In the FutureBrand Country Index, which measures the strength of perception of countries around the world, tourism is one of the most important factors. Therefore, increasing the development capacity in tourism and hospitality will improve Vietnam’s international competitiveness.
In the Covid-19 Recovery Index released by Nikkei Asia, Vietnam ranked 14th, jumping 48 places, backed by the high Covid vaccination rate and the reopening of the economy.
The successful organization of the SEA Games 31 is a testament to Vietnam’s tourism recovery effort. Within the two weeks of the SEA Games 31 in May this year, Hanoi City attracted nearly 700,000 domestic tourists, and 31,448 international guests, who had a good impression of the city.
The recent World Economic Forum (WEF) Report on the Travel & Tourism Development Index (TTDI) with the theme, “Rebuilding for a Sustainable and Resilient Future” said that Vietnam is among the countries with the greatest score improvement, rising by 4.7% and moving up eight places compared to 2019 (from 60th to 52nd).
However, we need to look into the details of the indicators used by WEF to understand our strengths and weaknesses. Vietnam achieved an above-average score in the following pillars: price competitiveness; natural resources, cultural resources; air transport infrastructure; non-leisure resources; safety and security. These strengths give a true reflection of Vietnam’s plans and policies, such as supporting SMEs, upgrading infrastructure, reducing crimes, focusing on historic preservation policies, and improving the landscape of historical relics.
There remain limitations such as a lack of travel and tourism development policies, water system, medical institutions and unsustainable development.
Among WEF’s pillars, Vietnam’s score on Environmental Sustainability was alarmingly low (3.7 out of 7.0, ranking 94th out of 117). This pillar measures the sustainability of an economy’s natural environment, protection of its natural resources and metrics related to greenhouse gas emissions. WEF said that a clean environment is crucial to ensure a country’s competitive advantage. The overexploitation of natural resources may harm the environment and affect sustainability in tourism development.
Currently, Vietnam is making efforts to increase the score with policies regarding conserving and promoting natural heritage. In Halong City, the local authorities are trying to “Say No” to plastic waste. The Halong Bay Management Department had plans for garbage collection in order to gradually enhance the image of the World Heritage-listed bay to tourists.
Apart from Environmental Sustainability, the score on the Health and Hygiene pillar was also seriously low (4.4 out of 7.0, ranking 73rd). The pillar measures healthcare infrastructure, accessibility and health security. According to WEF, Covid-19 has demonstrated how important a country’s healthcare system is.
At the same time, while access to safe drinking water and sanitation is important for the comfort and health of travelers, the quality of infrastructure and services at destinations also affect tourists’ experience. A good start is to protect water resources and renovate and conserve public bathrooms. The 7R framework (Reduce, Reuse, Repair, Refurbish, Remanufacture, Recycle and Repurpose) must also be applied to reduce environmental pollution.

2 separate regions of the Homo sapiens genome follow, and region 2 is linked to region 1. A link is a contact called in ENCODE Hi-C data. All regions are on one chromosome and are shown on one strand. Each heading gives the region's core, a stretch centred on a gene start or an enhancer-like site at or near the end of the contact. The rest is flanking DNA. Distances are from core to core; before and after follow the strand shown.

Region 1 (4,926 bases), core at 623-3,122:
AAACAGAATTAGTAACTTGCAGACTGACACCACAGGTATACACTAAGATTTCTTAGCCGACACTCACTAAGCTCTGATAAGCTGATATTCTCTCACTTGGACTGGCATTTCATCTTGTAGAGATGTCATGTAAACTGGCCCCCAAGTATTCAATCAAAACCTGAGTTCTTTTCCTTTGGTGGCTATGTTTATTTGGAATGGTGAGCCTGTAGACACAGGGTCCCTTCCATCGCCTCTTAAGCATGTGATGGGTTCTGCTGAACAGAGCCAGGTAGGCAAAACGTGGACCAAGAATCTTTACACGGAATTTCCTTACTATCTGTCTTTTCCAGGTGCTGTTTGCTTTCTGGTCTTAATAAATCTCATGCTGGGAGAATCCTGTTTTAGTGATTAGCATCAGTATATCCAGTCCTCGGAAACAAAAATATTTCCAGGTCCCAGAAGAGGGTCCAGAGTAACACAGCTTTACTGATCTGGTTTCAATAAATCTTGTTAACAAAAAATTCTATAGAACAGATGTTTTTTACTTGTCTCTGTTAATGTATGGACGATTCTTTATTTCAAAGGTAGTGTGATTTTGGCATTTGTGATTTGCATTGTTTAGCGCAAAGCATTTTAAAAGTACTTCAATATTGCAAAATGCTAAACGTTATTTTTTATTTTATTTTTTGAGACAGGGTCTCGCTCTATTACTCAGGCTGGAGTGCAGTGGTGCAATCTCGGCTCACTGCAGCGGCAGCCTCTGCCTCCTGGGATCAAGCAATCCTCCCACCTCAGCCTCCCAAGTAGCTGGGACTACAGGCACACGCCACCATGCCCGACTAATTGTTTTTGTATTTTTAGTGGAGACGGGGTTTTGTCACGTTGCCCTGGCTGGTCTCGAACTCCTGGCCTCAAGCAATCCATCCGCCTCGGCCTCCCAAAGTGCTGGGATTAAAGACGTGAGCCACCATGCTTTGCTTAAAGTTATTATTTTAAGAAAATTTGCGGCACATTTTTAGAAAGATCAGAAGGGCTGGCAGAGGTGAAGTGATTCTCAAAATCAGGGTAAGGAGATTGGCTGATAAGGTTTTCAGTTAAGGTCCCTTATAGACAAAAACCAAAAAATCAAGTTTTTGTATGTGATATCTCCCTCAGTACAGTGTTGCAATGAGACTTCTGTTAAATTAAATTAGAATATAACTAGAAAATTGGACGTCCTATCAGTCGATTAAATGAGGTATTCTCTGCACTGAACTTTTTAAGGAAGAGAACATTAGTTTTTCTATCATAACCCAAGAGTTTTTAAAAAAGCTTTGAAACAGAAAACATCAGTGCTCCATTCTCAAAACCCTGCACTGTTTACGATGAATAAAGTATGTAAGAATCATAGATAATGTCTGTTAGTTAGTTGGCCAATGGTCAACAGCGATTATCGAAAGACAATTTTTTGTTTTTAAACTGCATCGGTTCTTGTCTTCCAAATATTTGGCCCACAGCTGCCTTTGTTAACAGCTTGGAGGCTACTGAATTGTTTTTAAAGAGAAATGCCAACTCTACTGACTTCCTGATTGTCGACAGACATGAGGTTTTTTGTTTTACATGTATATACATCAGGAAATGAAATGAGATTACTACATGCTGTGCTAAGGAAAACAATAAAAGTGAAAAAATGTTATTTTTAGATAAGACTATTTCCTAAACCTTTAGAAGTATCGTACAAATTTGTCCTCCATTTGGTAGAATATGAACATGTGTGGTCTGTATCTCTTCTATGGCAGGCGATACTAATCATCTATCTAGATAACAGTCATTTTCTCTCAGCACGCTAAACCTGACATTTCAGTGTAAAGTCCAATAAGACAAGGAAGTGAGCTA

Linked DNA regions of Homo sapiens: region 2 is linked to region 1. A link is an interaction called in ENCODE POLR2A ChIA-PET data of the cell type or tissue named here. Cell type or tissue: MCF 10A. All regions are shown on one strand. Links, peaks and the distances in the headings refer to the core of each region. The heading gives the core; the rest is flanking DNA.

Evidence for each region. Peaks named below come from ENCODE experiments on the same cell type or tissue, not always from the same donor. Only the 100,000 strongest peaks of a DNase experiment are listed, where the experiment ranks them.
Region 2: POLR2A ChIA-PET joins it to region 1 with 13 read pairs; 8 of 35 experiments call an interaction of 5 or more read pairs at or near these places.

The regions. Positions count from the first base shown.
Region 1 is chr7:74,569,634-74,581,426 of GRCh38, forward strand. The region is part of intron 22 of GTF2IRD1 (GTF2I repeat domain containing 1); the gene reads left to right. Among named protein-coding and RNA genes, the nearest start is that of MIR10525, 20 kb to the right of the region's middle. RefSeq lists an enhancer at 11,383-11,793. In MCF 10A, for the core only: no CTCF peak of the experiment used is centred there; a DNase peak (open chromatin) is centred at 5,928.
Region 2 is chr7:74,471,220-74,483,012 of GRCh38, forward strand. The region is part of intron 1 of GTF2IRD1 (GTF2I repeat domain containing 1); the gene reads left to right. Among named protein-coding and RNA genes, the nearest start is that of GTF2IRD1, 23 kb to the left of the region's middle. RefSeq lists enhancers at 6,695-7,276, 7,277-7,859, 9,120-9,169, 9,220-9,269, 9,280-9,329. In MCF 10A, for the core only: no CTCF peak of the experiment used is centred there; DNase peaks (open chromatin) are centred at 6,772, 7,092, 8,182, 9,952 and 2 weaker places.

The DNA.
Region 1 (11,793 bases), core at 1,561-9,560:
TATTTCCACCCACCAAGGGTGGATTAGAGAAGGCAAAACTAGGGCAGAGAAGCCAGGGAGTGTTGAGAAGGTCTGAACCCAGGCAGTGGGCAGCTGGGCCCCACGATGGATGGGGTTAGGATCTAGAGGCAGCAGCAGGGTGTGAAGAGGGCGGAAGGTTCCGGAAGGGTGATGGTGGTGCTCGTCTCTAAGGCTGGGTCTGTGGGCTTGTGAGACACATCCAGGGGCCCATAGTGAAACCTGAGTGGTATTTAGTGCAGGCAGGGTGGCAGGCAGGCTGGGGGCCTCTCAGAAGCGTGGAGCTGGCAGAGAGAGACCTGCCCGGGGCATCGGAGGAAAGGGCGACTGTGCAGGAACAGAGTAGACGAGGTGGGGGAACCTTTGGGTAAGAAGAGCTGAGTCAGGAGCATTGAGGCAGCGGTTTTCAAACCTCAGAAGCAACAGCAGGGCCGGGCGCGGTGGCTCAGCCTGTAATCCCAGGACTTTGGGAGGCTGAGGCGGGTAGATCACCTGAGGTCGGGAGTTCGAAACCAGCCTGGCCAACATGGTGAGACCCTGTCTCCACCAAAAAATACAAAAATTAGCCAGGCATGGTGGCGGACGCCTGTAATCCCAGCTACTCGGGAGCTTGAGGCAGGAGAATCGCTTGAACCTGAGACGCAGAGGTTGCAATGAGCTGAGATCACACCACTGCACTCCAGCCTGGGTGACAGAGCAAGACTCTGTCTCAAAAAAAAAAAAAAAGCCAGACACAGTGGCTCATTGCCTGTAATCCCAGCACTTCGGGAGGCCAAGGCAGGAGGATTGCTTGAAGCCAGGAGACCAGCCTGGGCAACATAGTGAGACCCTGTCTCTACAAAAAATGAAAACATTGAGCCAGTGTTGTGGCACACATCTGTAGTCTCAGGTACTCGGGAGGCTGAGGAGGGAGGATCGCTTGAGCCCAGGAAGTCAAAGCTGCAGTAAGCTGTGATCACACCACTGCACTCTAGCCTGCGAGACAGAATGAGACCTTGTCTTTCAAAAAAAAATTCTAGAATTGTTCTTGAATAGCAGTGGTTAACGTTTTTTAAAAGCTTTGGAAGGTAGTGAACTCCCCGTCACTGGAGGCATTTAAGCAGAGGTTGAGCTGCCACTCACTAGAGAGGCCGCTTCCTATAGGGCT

Another pillar that Vietnam performed poorly is Tourist Service Infrastructure (2.8 out of 7.0, ranking 86th). This pillar measures the quantity of services regarding vehicle rentals, accommodation, resorts and leisure. The restrictions on Vietnam’s tourism service quality are undeniable, especially in remote areas – whose potential has not been unlocked.
Moreover, Vietnam’s International Openness only scored 3.5 out of 7.0, ranking 69th. This pillar measures the number of bilateral air service agreements the Government has entered into, and the number of regional trade agreements in force. Financial openness is also measured as the free flow of capital is important.
The low score on International Openness affects the Prioritization of Travel and Tourism. This pillar measures the extent to which the Government and investors actively promote and invest in the development of the travel-tourism sector. WEF highlighted the Prioritization of Travel and Tourism as an important factor in developing tourism capacity. The current score of Vietnam is 3.7 out of 7.0, ranking 87th, lower than the score in the 2019 report, proving that Vietnam lacks prioritization in travel and tourism.
Playing to strengths, create breakthroughs
Based on the report by WEF, Natural and Cultural Resources is one of Vietnam’s strengths, ranking 25th on this pillar. Therefore, to build an attractive destination image, apart from relying on the hospitality of the Vietnamese, it is essential to develop and conserve different types of cultural and scenic spots. Through historic sites and unique tourism products, tourists can gain knowledge of Vietnam’s history and culture, as well as experience the spiritual life of the Vietnamese then and now.
Besides other well-known heritage, the Complex of Yen Tu Monuments and Landscapes in Quang Ninh Province will be able to win UNESCO’s recognition. Phong Nha-Ke Bang in Quang Binh Province owns a cave system, which was ranked 8th out of the 52 most attractive destinations in Asia (according to The New York Times).
Vietnam’s beauty and culture attract international tourists but it is crucial to make use of these resources and develop plans in sustainable ways. At the same time, it is necessary to create exceptional tourism products, establish a stepping stone to enhance tourism development capacity and promote the national brand.